She Said no. After

Sometimes as men, we tend to forget that the other gender can be polite, engaging (and sometimes flirty?) yet they will still say no to your advances.

May I be frank here and tell the ladies that we are perfectly capable of doing the same!

The year-long lockdown we have had is making many people bored and you know how a bored mind and the devil buddy up.

You begin flirting with someone, maybe not at first, but a compliment to their picture, here and there. They do the same.

Someone complimenting my work would be a great way to start for example. (Information can be used however lol)

Then you are chatting incessantly, noting things, and sending memes, quotes, and before you know it, one of you drops in a word or two.

Awkward at first, then exhilarating and exciting. You both start from there.

You can’t to talk to them, wake up in the wee hours of the morning and sext. It’s all fun, right?

The feelings start creeping in for one of you (maybe both of you even).

Then it reaches a point and you just want to meet “for coffee” or “lunch”. You both know it’s more than that but won’t admit it.

You may even go to one of y’all’s place…

“I had a great time.” Accompanied with a range of emojis. One of sends a message after. The other replies later than usual, they were “kinda caught up.”

No explanation like the usual, no “Sorry dear.”

Red flag! But you decidedly ignore it. You’ll look back at this moment and realize that it should have been the only warning you needed.

Then communication becomes one-sided. And stressful.

You become mad! Don’t they know you care? It’s pretty obvious you do!

At the back of your mind, this nagging voice has been there the whole time. Telling you to look past the flirtation, past the sweet voice, past the feeling that you get every time you talk to them.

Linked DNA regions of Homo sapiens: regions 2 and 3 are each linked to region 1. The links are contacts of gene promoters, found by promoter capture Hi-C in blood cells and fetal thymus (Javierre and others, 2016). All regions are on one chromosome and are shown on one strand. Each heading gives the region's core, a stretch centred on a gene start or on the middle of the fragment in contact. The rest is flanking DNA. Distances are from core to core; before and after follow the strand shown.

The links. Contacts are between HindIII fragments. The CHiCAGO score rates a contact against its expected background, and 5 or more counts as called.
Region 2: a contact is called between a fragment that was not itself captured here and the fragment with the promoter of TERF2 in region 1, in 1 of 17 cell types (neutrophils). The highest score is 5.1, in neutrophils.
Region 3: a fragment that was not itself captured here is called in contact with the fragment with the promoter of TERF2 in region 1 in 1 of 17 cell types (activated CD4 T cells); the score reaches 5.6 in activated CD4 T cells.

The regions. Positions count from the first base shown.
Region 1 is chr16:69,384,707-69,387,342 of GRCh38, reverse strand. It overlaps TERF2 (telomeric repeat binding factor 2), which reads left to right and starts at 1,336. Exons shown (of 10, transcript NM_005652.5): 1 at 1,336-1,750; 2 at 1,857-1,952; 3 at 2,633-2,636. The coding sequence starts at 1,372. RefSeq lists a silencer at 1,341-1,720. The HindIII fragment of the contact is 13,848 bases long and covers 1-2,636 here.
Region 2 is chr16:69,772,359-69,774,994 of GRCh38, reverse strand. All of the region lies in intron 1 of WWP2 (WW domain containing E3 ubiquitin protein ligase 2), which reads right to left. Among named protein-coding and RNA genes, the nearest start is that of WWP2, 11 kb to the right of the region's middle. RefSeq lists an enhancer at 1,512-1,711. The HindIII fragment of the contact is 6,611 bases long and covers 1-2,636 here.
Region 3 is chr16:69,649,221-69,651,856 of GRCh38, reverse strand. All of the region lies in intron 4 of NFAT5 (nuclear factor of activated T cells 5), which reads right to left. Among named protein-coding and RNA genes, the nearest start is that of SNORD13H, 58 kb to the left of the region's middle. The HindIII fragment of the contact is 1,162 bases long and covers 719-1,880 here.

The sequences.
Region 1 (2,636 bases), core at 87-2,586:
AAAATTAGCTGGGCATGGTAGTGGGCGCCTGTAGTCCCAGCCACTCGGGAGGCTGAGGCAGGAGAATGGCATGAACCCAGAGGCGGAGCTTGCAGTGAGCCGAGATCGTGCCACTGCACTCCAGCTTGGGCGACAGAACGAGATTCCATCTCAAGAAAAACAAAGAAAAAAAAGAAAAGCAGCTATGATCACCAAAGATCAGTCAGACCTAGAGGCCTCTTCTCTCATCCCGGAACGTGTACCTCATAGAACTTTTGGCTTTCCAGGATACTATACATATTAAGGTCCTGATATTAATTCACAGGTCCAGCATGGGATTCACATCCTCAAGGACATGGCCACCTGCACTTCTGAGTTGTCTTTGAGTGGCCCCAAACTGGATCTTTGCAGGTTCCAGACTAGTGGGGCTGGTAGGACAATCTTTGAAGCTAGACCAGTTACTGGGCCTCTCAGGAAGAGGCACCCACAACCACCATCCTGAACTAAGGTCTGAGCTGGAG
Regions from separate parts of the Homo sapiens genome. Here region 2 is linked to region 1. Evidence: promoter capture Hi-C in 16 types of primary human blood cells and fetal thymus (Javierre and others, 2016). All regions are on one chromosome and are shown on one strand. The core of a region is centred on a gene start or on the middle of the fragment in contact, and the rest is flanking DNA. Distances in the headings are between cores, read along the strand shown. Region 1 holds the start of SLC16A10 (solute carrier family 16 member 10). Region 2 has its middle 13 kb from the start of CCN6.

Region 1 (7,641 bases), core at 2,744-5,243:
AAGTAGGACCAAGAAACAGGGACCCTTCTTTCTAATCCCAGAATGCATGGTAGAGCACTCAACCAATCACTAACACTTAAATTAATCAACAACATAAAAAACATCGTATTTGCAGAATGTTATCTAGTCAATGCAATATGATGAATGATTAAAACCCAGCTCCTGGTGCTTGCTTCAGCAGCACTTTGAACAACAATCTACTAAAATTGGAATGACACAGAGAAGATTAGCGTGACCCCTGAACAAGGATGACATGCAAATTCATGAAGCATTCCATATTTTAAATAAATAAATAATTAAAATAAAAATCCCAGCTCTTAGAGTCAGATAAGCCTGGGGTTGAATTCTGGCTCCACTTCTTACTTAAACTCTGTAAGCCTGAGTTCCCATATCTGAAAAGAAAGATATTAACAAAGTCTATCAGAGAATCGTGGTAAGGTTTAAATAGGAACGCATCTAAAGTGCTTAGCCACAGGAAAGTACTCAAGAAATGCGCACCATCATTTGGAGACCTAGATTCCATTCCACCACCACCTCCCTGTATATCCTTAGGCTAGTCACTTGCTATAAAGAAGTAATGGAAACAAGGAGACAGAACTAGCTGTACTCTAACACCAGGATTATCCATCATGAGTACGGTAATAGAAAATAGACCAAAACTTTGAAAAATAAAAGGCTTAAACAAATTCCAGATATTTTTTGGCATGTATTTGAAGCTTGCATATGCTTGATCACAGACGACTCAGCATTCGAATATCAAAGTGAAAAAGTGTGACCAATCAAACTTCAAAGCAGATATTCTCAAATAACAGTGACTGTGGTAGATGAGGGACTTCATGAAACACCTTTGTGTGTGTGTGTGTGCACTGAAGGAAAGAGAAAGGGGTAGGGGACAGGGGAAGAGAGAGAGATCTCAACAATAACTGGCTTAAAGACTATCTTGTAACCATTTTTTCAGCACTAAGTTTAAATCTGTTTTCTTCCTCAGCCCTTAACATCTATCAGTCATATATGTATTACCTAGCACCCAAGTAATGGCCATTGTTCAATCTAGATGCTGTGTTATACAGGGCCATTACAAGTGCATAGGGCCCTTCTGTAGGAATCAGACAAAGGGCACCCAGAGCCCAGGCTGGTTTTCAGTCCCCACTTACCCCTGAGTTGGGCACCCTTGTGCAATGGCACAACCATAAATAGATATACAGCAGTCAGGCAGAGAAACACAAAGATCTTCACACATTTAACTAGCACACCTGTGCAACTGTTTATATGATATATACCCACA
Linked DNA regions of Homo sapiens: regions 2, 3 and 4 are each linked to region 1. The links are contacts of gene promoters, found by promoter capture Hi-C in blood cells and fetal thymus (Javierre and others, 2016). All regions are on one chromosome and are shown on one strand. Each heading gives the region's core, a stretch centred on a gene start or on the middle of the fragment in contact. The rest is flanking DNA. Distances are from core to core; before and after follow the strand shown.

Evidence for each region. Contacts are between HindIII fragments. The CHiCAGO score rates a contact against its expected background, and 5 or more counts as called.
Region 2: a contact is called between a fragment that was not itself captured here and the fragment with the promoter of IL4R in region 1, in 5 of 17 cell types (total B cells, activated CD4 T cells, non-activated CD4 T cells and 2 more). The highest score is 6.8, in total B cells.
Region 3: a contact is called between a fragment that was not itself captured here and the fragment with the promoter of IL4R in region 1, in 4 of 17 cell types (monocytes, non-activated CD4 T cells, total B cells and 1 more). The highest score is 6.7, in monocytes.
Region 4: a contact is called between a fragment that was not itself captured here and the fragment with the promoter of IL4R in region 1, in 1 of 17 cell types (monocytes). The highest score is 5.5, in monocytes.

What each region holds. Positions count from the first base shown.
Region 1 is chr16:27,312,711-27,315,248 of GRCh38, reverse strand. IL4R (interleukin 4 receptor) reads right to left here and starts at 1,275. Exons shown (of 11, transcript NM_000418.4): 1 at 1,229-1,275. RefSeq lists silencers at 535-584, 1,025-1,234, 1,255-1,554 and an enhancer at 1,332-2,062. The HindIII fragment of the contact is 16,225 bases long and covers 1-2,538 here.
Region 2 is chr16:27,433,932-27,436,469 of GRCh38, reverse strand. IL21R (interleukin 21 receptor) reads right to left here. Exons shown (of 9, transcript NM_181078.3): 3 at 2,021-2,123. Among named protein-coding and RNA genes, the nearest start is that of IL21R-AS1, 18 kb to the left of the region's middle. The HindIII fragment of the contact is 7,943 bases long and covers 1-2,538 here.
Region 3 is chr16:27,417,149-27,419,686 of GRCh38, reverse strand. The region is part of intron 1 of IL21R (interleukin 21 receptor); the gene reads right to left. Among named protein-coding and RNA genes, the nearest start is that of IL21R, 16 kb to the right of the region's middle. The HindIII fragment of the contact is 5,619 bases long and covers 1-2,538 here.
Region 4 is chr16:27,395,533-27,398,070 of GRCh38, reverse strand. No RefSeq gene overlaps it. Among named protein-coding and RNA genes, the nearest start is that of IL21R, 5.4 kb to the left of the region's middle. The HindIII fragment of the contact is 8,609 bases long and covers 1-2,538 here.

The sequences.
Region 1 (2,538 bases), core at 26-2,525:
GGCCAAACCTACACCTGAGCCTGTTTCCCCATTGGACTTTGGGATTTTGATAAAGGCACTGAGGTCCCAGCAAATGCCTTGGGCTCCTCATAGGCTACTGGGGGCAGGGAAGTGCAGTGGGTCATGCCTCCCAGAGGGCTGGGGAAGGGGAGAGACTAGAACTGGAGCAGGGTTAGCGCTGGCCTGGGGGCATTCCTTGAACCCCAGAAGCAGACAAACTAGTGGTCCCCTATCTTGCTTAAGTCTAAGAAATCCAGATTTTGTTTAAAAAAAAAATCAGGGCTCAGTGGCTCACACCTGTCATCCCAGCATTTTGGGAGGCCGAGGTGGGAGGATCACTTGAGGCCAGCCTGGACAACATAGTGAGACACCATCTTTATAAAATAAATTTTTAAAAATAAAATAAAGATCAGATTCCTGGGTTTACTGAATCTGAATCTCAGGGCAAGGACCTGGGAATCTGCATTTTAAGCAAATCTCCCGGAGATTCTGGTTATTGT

To see them for who they really are. Someone that cares and respects you would take things slower. They would want to date you ‘for real’ if they were interested.

They would say it outright if they were interested! Has she ever said it?

You try to remember but obviously, she never did.

It was all a lockdown thing to her that would end when things got back to normal for her.

You panic. Tell her you have feelings for her. Then stupidly give an ultimatum.

“This is it. Tell me if you are into me or not? Is this going anywhere serious? Can we date? As in make this official?”

And she said no. Oops! I meant, and she says no.

After all that.

But it was a lockdown thing, nothing serious. You know!

Unless there is proper communication for the other party about things, don’t assume for them. This applies to all situations really.


Together Always Worked

Fashion and Culture: On togetherness that was our custom.

By Rogers Wanambwa

As we conclude the Fashion and Culture week, it is important to visit a common aspect of our cultures that helped our forefathers survive.

That is to say, togetherness.

Across the world, the only way people survived the harsh realities of this world was together.

Growing up, children depended on the whole community. For protection, clothing, feeding, and even discipline. It was a collective duty to raise them.

I bring this up first because we are in the middle of yet another lockdown in Uganda and people have never been more divided.